I would remind the right hon. Gentleman of the question I asked him: What are the special credits for as compared with the ordinary ones? He has told us of Cuban buses, herrings in Poland and one or two other things. Can we have a little more detail than that?

Mr. P. Thorneycroft

If I might reply shortly to the points which have been made by the hon. and learned Member for Hornchurch (Mr. Bing), as well as the points raised by the right hon. Member for Rochester and Chatham (Mr. Bottomley). The right hon. Gentleman repeated a request that he had made previously, namely, whether I could give him some details about the success of this scheme in the dollar area. I shall be very happy to do that. It has been a very successful venture.

The guarantees given to date total some 367 covering more than 500 exporters. There has been an increased dollar turnover equivalent to some £5¼ million. Payments in respect of losses to date have been approximately £4,000; earned premium income amounts to about £250,000, and the current liabilities on 31st December were £9,300,000. I think we can say—and we can all share the credit; there is no party issue involved—that the hopes which my predecessor the right hon. Member for Huyton (Mr. H. Wilson) had of this scheme have been fulfilled.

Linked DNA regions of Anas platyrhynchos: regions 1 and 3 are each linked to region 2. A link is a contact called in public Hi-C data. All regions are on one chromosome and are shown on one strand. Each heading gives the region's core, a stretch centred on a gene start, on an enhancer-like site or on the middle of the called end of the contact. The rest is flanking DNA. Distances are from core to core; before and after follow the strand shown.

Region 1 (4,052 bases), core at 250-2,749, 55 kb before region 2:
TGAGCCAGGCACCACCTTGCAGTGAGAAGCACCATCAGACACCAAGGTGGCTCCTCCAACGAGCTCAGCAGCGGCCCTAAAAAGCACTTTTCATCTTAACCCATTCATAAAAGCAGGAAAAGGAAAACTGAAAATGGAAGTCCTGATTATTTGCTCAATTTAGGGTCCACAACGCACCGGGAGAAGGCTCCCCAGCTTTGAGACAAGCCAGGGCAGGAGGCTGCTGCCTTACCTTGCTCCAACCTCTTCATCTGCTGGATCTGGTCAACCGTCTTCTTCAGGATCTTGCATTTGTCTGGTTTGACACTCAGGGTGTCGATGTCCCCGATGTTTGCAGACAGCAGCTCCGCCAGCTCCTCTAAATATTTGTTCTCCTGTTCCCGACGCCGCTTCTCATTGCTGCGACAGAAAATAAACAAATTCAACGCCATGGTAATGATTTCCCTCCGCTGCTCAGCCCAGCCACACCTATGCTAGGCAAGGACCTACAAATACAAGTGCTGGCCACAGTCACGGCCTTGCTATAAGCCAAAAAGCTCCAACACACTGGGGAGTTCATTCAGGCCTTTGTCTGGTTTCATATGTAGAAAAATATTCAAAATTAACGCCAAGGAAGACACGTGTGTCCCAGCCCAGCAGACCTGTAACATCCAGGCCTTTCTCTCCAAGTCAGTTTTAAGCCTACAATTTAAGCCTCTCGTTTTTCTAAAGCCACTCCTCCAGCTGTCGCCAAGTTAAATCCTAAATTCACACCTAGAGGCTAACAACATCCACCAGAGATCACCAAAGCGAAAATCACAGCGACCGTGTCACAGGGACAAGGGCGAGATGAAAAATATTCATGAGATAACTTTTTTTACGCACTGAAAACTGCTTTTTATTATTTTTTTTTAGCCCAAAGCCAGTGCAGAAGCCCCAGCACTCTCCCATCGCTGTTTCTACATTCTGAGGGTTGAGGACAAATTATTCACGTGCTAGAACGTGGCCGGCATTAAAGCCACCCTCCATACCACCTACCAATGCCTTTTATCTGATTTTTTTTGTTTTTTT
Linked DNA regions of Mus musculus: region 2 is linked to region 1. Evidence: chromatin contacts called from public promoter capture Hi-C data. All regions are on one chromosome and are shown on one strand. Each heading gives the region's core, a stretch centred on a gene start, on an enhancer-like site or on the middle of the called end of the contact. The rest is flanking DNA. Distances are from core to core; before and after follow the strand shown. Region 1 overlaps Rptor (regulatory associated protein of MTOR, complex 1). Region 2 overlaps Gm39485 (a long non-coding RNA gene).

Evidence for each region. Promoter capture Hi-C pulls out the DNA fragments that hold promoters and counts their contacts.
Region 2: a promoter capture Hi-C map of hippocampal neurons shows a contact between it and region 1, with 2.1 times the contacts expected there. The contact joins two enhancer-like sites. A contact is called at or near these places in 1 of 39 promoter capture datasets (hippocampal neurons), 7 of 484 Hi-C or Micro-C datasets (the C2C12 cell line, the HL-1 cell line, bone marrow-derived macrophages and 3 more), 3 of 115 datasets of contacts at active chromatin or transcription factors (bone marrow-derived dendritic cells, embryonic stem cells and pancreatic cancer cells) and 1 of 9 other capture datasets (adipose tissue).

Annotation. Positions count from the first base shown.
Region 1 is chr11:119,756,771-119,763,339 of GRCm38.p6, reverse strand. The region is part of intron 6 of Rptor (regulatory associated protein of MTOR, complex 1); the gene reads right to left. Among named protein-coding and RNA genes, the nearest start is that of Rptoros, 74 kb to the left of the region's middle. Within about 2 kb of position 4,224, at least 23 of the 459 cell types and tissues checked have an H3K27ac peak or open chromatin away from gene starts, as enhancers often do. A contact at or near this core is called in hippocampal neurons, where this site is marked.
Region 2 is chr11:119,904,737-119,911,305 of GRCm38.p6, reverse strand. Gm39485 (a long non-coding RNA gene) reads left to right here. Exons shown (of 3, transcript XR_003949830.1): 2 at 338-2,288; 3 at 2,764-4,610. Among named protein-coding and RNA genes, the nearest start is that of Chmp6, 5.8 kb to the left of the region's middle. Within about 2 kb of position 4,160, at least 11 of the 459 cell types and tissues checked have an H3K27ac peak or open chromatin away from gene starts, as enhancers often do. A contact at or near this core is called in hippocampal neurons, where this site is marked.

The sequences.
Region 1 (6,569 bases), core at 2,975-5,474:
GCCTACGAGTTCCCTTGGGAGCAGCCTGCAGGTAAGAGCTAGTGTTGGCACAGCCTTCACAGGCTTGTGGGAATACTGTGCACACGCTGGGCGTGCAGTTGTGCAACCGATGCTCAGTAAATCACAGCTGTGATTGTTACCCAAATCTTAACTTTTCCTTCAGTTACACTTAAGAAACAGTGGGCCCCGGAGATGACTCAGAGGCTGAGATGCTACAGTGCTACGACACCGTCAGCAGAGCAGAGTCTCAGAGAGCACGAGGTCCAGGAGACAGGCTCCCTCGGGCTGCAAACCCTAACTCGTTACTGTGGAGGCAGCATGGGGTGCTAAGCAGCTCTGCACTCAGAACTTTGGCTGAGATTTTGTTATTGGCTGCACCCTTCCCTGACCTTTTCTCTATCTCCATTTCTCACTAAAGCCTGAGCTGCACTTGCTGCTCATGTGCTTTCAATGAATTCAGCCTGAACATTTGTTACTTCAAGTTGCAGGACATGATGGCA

The hon. and learned Member for Hornchurch asked me—and it is a perfectly proper request—to justify the demand for the extra £50 million of cover for which I am asking in this Bill. He will understand that it is not our practice to divulge details of individual contracts, because obviously that would lead to considerable confusion and a good deal of criticism by other people who might think that they ought to have precisely the same treatment and so forth. But I can say that we have run up to well over £70 million, and at one time we were discussing business which would have taken us to something like £85 million or £90 million, which is coming very close to the limit which we have at the present time. We would, in fact, have got to a stage where, to cover any large scale commodity contracts, we might well have gone right over the £100 million limit.

10.15 p.m.

The range of guarantees of this character, as I said earlier, cover very wide extremes. I think they cover the extremes which would appeal to hon. Members in all quarters. There is the North American market, which I need not elaborate again because I have dealt with it already. It has been generally agreed on all sides that we should do what we can to encourage traders to break into that difficult market. Equally, we cover today no less than 51 per cent. of the trade with Russia—which is a very high figure, indeed—and 21 per cent. of the trade with other Iron Curtain countries; so there is no discrimination here.

But I seek to extend these facilities as widely as possible, to cover exporters in whatever quarter of the world they may happen to be carrying on their trade. I hope this will satisfy the Committee that our request for this extension of another £50 million is necessary and will be helpful in the circumstances.

Mr. Bottomley

In view of the Minister's explanation I beg to ask leave to withdraw the Amendment.

Amendment, by leave, withdrawn.